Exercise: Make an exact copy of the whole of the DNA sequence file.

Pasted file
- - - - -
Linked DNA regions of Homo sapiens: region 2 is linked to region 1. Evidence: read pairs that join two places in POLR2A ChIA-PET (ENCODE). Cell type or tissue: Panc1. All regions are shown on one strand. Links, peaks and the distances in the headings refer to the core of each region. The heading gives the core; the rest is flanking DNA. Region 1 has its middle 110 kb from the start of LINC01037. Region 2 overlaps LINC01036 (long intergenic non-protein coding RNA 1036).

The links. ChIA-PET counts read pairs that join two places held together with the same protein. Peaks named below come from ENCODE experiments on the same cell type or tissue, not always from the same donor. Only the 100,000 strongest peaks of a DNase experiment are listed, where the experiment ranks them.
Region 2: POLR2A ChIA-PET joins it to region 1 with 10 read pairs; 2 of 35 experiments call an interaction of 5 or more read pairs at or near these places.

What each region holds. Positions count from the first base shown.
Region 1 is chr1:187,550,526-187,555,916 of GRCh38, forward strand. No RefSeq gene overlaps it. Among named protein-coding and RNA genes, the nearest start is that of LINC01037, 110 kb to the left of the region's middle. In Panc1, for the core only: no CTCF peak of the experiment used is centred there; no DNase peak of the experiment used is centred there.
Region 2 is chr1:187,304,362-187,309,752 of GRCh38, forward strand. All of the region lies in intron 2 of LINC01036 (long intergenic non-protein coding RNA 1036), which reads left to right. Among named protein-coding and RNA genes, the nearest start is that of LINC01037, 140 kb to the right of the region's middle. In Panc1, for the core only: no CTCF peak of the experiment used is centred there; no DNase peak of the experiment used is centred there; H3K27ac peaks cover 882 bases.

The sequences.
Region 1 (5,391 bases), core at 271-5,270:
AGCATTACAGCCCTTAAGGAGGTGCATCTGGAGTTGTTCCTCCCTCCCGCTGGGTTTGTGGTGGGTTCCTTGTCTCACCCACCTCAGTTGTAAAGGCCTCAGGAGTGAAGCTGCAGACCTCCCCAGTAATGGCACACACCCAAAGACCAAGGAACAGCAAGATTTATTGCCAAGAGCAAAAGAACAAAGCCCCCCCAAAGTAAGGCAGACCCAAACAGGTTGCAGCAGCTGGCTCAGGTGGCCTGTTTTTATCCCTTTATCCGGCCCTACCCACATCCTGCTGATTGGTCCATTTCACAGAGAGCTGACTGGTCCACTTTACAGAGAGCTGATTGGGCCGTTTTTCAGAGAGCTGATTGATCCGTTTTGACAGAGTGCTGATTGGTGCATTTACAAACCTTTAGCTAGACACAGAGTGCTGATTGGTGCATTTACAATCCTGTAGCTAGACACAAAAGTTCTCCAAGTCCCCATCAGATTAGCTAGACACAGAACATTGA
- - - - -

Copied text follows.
Linked DNA regions of Homo sapiens: region 2 is linked to region 1. Evidence: read pairs that join two places in POLR2A ChIA-PET (ENCODE). Cell type or tissue: Panc1. All regions are shown on one strand. Links, peaks and the distances in the headings refer to the core of each region. The heading gives the core; the rest is flanking DNA. Region 1 has its middle 110 kb from the start of LINC01037. Region 2 overlaps LINC01036 (long intergenic non-protein coding RNA 1036).

The links. ChIA-PET counts read pairs that join two places held together with the same protein. Peaks named below come from ENCODE experiments on the same cell type or tissue, not always from the same donor. Only the 100,000 strongest peaks of a DNase experiment are listed, where the experiment ranks them.
Region 2: POLR2A ChIA-PET joins it to region 1 with 10 read pairs; 2 of 35 experiments call an interaction of 5 or more read pairs at or near these places.

What each region holds. Positions count from the first base shown.
Region 1 is chr1:187,550,526-187,555,916 of GRCh38, forward strand. No RefSeq gene overlaps it. Among named protein-coding and RNA genes, the nearest start is that of LINC01037, 110 kb to the left of the region's middle. In Panc1, for the core only: no CTCF peak of the experiment used is centred there; no DNase peak of the experiment used is centred there.
Region 2 is chr1:187,304,362-187,309,752 of GRCh38, forward strand. All of the region lies in intron 2 of LINC01036 (long intergenic non-protein coding RNA 1036), which reads left to right. Among named protein-coding and RNA genes, the nearest start is that of LINC01037, 140 kb to the right of the region's middle. In Panc1, for the core only: no CTCF peak of the experiment used is centred there; no DNase peak of the experiment used is centred there; H3K27ac peaks cover 882 bases.

The sequences.
Region 1 (5,391 bases), core at 271-5,270:
AGCATTACAGCCCTTAAGGAGGTGCATCTGGAGTTGTTCCTCCCTCCCGCTGGGTTTGTGGTGGGTTCCTTGTCTCACCCACCTCAGTTGTAAAGGCCTCAGGAGTGAAGCTGCAGACCTCCCCAGTAATGGCACACACCCAAAGACCAAGGAACAGCAAGATTTATTGCCAAGAGCAAAAGAACAAAGCCCCCCCAAAGTAAGGCAGACCCAAACAGGTTGCAGCAGCTGGCTCAGGTGGCCTGTTTTTATCCCTTTATCCGGCCCTACCCACATCCTGCTGATTGGTCCATTTCACAGAGAGCTGACTGGTCCACTTTACAGAGAGCTGATTGGGCCGTTTTTCAGAGAGCTGATTGATCCGTTTTGACAGAGTGCTGATTGGTGCATTTACAAACCTTTAGCTAGACACAGAGTGCTGATTGGTGCATTTACAATCCTGTAGCTAGACACAAAAGTTCTCCAAGTCCCCATCAGATTAGCTAGACACAGAACATTGA